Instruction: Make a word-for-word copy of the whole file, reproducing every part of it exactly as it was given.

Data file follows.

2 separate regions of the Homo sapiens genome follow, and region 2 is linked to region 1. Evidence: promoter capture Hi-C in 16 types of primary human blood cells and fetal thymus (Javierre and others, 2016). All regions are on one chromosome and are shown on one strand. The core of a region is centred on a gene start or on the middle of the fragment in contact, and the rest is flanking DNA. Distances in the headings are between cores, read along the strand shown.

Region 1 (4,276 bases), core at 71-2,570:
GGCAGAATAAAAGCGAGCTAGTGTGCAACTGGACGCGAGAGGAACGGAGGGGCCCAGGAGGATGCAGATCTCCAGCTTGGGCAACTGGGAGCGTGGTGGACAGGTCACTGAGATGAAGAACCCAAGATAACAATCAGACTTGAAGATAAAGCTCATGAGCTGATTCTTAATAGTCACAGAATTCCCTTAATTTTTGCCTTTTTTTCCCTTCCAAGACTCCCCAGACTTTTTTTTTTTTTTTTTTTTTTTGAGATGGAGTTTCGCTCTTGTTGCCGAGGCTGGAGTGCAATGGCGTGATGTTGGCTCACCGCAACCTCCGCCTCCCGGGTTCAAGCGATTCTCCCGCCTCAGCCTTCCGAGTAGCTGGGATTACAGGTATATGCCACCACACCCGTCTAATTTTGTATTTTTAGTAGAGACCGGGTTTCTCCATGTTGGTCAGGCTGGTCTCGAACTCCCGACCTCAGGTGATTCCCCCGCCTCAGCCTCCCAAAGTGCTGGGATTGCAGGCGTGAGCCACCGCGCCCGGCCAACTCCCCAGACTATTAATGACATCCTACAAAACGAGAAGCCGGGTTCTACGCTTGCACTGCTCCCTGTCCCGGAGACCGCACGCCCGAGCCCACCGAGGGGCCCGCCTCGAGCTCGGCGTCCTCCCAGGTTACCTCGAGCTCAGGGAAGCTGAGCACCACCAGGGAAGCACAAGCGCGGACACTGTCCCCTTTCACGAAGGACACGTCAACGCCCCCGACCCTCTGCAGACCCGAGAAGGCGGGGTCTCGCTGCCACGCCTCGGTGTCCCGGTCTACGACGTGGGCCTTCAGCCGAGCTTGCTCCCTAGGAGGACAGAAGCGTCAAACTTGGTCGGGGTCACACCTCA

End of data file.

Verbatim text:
2 separate regions of the Homo sapiens genome follow, and region 2 is linked to region 1. Evidence: promoter capture Hi-C in 16 types of primary human blood cells and fetal thymus (Javierre and others, 2016). All regions are on one chromosome and are shown on one strand. The core of a region is centred on a gene start or on the middle of the fragment in contact, and the rest is flanking DNA. Distances in the headings are between cores, read along the strand shown.

Region 1 (4,276 bases), core at 71-2,570:
GGCAGAATAAAAGCGAGCTAGTGTGCAACTGGACGCGAGAGGAACGGAGGGGCCCAGGAGGATGCAGATCTCCAGCTTGGGCAACTGGGAGCGTGGTGGACAGGTCACTGAGATGAAGAACCCAAGATAACAATCAGACTTGAAGATAAAGCTCATGAGCTGATTCTTAATAGTCACAGAATTCCCTTAATTTTTGCCTTTTTTTCCCTTCCAAGACTCCCCAGACTTTTTTTTTTTTTTTTTTTTTTTGAGATGGAGTTTCGCTCTTGTTGCCGAGGCTGGAGTGCAATGGCGTGATGTTGGCTCACCGCAACCTCCGCCTCCCGGGTTCAAGCGATTCTCCCGCCTCAGCCTTCCGAGTAGCTGGGATTACAGGTATATGCCACCACACCCGTCTAATTTTGTATTTTTAGTAGAGACCGGGTTTCTCCATGTTGGTCAGGCTGGTCTCGAACTCCCGACCTCAGGTGATTCCCCCGCCTCAGCCTCCCAAAGTGCTGGGATTGCAGGCGTGAGCCACCGCGCCCGGCCAACTCCCCAGACTATTAATGACATCCTACAAAACGAGAAGCCGGGTTCTACGCTTGCACTGCTCCCTGTCCCGGAGACCGCACGCCCGAGCCCACCGAGGGGCCCGCCTCGAGCTCGGCGTCCTCCCAGGTTACCTCGAGCTCAGGGAAGCTGAGCACCACCAGGGAAGCACAAGCGCGGACACTGTCCCCTTTCACGAAGGACACGTCAACGCCCCCGACCCTCTGCAGACCCGAGAAGGCGGGGTCTCGCTGCCACGCCTCGGTGTCCCGGTCTACGACGTGGGCCTTCAGCCGAGCTTGCTCCCTAGGAGGACAGAAGCGTCAAACTTGGTCGGGGTCACACCTCA